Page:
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Intel's New X-25M G2: The Best SSD moves to 34nm

written by: M.S. Smith•edited by: J. F. Amprimoz•updated: 5/22/2011

Intel's X-25M has been cited as being the best solid state drive available today due to its high performance without an extreme price premium. But now Intel has moved to a 34nm manufacturing process, resulting in the X-25M G2. How does the new model compare to the old one?

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    The X25-M Reborn

    The solid state hard drive market is moving at warp speed. Prices have fallen dramatically over the last year, with the Intel X25-M costing a little more than half of what it did a year ago. Technology has also been on the move, with new controllers powering popular new hard drives from OCZ and Corsair. The Samsung controller found in the new Corsair drives and also in the new OCZ Summit drives is quite good in certain benchmarks, occasionally overcoming the stiff competition put up by Intel's reigning champion.

    Intel, not to be outdone, has responded by giving the X25-M a moderate overhaul. So, how does this new drive stack up against emerging competition from other solid state drive manufacturers?

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    The Move to 34nm

    The new X-25M G2 looks a little different than the old drive The most obvious and significant change to be found in the new Intel X25-M is the move to a 34nm fabrication process for the memory chips on the drive. Because all solid state hard drives are essentially bundles of flash memory chips coordinated by a controller chip, this move to a more advanced fabrication process is quite significant. The old X25-M 80GB model was made up of flash memory chips which held 4GB of data each. The new chips, however, hold 16GB each. That means Intel is able to provide higher capacity at a lower cost. It is easy to see why this is important. Solid state drives are obviously faster than mechanical drivers in some important ways. It is only their cost and lower storage capacities which prevents solid state drives from becoming the dominant technology for long-term storage.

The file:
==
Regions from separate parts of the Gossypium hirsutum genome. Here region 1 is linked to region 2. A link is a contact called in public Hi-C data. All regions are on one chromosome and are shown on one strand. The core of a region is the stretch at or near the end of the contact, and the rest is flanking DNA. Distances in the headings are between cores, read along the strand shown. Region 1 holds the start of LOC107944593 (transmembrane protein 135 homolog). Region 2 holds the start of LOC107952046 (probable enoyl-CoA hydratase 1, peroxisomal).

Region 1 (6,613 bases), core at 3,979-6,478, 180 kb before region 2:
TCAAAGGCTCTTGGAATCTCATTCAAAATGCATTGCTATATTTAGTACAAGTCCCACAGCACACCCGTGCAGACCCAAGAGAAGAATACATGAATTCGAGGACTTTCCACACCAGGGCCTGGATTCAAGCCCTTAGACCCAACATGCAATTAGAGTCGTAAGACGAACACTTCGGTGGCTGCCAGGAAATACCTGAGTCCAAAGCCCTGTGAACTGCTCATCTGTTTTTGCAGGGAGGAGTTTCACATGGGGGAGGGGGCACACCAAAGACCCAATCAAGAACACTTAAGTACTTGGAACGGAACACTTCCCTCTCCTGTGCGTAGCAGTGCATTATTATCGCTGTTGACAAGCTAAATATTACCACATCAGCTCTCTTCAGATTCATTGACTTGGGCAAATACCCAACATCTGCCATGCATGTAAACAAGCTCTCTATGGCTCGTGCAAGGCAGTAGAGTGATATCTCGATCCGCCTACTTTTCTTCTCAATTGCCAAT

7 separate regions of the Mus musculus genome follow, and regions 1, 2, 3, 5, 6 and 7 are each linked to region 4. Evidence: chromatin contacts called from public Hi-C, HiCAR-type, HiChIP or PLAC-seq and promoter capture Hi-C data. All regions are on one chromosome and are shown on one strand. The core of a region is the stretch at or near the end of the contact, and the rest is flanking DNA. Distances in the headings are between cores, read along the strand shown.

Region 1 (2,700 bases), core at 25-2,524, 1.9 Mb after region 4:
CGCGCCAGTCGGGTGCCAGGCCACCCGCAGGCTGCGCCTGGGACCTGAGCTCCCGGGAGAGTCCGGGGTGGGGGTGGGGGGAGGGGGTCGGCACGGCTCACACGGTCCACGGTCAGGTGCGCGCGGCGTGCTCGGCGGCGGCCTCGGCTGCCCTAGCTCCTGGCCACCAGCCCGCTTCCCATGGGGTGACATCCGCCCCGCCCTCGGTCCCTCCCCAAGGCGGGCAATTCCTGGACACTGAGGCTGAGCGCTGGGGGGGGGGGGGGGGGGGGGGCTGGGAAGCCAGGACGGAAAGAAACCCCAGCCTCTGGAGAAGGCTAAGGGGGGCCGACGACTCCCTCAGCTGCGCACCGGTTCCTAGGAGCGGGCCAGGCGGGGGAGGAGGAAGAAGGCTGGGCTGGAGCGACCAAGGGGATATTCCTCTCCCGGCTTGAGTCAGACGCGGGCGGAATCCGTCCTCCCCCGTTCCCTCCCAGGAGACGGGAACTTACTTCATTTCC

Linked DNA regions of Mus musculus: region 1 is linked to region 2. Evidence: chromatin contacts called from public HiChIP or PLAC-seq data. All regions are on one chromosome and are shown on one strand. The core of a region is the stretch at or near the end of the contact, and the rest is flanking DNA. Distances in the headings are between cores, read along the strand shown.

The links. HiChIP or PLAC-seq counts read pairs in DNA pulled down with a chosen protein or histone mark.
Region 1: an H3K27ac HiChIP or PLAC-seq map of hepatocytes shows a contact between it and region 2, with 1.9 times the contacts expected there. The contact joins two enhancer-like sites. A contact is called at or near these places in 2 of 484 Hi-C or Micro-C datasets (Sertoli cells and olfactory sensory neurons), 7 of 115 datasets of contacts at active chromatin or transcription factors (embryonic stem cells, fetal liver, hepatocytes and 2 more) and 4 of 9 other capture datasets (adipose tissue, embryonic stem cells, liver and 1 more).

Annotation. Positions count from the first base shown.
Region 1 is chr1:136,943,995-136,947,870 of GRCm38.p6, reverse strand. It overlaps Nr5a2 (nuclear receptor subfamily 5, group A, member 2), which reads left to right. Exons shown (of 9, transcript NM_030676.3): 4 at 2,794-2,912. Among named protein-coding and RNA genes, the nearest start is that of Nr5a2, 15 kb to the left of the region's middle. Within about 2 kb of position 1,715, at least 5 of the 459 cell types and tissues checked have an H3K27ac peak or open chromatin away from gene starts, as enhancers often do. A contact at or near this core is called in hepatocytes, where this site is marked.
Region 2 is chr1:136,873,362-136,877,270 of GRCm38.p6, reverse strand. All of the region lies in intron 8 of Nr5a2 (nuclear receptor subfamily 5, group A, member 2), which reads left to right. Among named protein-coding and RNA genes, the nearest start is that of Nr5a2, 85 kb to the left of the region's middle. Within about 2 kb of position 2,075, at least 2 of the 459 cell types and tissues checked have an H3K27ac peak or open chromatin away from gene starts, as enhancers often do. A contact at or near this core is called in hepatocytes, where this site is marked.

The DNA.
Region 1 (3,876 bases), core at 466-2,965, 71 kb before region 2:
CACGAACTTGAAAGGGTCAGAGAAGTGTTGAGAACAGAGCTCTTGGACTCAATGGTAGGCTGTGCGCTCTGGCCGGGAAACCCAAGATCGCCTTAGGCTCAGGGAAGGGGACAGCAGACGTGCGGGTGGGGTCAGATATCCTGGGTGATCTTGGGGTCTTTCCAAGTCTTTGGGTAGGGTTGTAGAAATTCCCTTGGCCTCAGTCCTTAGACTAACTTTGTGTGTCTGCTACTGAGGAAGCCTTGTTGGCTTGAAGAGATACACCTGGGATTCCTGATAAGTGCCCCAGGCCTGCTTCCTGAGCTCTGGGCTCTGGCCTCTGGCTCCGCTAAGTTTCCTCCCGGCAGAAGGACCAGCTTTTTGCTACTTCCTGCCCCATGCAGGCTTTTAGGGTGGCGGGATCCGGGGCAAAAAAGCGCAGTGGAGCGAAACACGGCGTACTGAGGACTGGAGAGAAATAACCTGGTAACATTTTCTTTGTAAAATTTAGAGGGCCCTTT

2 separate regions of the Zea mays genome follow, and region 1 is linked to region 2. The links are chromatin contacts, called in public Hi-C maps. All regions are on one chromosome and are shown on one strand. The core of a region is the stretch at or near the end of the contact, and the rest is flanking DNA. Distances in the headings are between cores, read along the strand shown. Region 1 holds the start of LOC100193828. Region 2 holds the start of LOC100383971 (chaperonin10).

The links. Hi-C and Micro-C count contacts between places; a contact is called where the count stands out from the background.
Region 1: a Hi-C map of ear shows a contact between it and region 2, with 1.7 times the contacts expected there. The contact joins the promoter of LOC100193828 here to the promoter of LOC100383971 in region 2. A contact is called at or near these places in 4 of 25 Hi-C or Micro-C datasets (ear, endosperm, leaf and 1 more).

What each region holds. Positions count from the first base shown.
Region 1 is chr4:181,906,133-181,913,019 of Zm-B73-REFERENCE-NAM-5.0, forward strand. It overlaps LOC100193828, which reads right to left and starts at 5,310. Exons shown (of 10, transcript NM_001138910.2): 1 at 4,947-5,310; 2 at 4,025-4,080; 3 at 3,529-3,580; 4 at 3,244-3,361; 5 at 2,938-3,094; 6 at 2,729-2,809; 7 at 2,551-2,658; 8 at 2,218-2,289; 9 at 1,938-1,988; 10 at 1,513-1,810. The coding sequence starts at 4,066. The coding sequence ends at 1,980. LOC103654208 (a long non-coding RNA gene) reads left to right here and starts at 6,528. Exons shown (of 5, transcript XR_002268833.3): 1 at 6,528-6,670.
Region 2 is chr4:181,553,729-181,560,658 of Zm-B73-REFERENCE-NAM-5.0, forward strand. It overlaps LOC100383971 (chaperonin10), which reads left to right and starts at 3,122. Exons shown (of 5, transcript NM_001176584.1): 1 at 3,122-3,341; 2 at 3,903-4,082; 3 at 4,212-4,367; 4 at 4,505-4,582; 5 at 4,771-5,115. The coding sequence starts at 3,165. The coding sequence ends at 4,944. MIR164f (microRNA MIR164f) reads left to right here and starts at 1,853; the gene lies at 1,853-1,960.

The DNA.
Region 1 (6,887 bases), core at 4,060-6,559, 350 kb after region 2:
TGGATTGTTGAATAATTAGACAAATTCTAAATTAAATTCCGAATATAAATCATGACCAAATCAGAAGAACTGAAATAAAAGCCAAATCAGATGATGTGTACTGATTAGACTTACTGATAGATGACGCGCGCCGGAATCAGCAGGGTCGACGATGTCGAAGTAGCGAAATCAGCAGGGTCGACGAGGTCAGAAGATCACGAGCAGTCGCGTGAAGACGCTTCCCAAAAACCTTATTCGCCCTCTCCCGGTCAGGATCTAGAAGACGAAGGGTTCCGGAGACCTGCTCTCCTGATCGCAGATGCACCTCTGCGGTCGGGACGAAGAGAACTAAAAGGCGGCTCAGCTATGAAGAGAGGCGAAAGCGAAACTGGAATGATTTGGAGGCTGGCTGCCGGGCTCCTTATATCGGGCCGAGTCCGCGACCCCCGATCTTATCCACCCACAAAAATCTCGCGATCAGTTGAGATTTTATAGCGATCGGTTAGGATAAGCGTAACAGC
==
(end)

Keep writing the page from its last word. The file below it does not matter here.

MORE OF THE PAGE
Besides lower prices, the move to 34nm fabrication is likely to soon have an effect on how large of a drive Intel can offer. While Intel has released no official plans to release a 320GB hard drive, there is certainly enough free space on the Intel X25-M to release such a product now that each individual memory chip has a 16GB capacity, and there would also be room for drives with maximum capacities of 240 or 256GB. A 320GB Intel X25-M would be impressive, but it would probably carry a heavy price premium.

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    Misc. Improvements

    While the move to 34nm was the major improvement over the new Intel X25-M, there are a few other differences. The new controller is basically unchanged, but with twice the cache of the old one. Intel also claims that the controller, while not changed in any significant way, has improved random write performance over the controller found on the older models. There have been some aesthetic changes as well. The new drives come in a fairly plain bare metal casing with only a bit of black trim and the Intel logo on the front.

    One thing Intel did not change is the name. The new and old models both retain the same X25-M tag, although the extended model name does include a G2 where the original bore the label of G1. Considering this, it is fortunate that the physical appearance is different, as it would be easy to buy the wrong model otherwise.

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    Flawless Victory

    Intel of course claims that the newer driver is faster than the older one. This appears unlikely at first glance given that the controller has not been significantly changed, but it seems that Intel did manage to work some magic with the denser memory and larger cache. Benchmarks from The Tech Report and Anandtech show some serious performance gains, particularly when it comes to random write performance. The original Intel X-25M was already incredible in this area, and the new model sometimes beats out the Intel X-25E.

    Overall, Intel seems to have hit another one out of the ballpark with the new X-25M. It is somewhat faster than its predecessor, which is impressive. But the price drop is what tips things to Intel's favor. The new X-25M G2 model is available (when it is not out of stock) at $229. That is a very reasonable price for such an outstanding SSD. The drives based on the Samsung controller, like the Corsair P series and OCZ Summit series, are capable of similar performance to the Intel X-25M in some areas. But there are also areas where they are clearly outdone by the X-25M, and there is no real price advantage to buying the Samsung based SSDs. This means that the X-25M is, for now, both the best performing solid state drive and the best value solid state drive.